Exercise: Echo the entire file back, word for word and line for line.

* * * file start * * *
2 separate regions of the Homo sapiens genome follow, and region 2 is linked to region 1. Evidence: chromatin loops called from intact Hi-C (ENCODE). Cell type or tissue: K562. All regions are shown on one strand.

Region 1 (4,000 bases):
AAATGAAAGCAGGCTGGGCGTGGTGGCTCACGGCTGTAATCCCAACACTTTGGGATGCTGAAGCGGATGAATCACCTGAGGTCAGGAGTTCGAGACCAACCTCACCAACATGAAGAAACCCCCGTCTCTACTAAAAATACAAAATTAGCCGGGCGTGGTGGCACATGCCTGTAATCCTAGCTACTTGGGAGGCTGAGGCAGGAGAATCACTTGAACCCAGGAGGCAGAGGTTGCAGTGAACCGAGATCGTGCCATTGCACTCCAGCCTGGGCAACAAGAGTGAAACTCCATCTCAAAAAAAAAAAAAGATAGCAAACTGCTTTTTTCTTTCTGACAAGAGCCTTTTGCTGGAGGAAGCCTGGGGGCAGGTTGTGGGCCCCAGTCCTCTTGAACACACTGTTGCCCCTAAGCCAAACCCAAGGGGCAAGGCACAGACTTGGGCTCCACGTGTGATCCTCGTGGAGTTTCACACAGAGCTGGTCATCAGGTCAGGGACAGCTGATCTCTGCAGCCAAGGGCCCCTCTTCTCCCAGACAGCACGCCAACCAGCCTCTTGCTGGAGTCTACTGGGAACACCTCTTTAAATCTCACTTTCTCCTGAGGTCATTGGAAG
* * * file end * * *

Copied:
2 separate regions of the Homo sapiens genome follow, and region 2 is linked to region 1. Evidence: chromatin loops called from intact Hi-C (ENCODE). Cell type or tissue: K562. All regions are shown on one strand.

Region 1 (4,000 bases):
AAATGAAAGCAGGCTGGGCGTGGTGGCTCACGGCTGTAATCCCAACACTTTGGGATGCTGAAGCGGATGAATCACCTGAGGTCAGGAGTTCGAGACCAACCTCACCAACATGAAGAAACCCCCGTCTCTACTAAAAATACAAAATTAGCCGGGCGTGGTGGCACATGCCTGTAATCCTAGCTACTTGGGAGGCTGAGGCAGGAGAATCACTTGAACCCAGGAGGCAGAGGTTGCAGTGAACCGAGATCGTGCCATTGCACTCCAGCCTGGGCAACAAGAGTGAAACTCCATCTCAAAAAAAAAAAAAGATAGCAAACTGCTTTTTTCTTTCTGACAAGAGCCTTTTGCTGGAGGAAGCCTGGGGGCAGGTTGTGGGCCCCAGTCCTCTTGAACACACTGTTGCCCCTAAGCCAAACCCAAGGGGCAAGGCACAGACTTGGGCTCCACGTGTGATCCTCGTGGAGTTTCACACAGAGCTGGTCATCAGGTCAGGGACAGCTGATCTCTGCAGCCAAGGGCCCCTCTTCTCCCAGACAGCACGCCAACCAGCCTCTTGCTGGAGTCTACTGGGAACACCTCTTTAAATCTCACTTTCTCCTGAGGTCATTGGAAG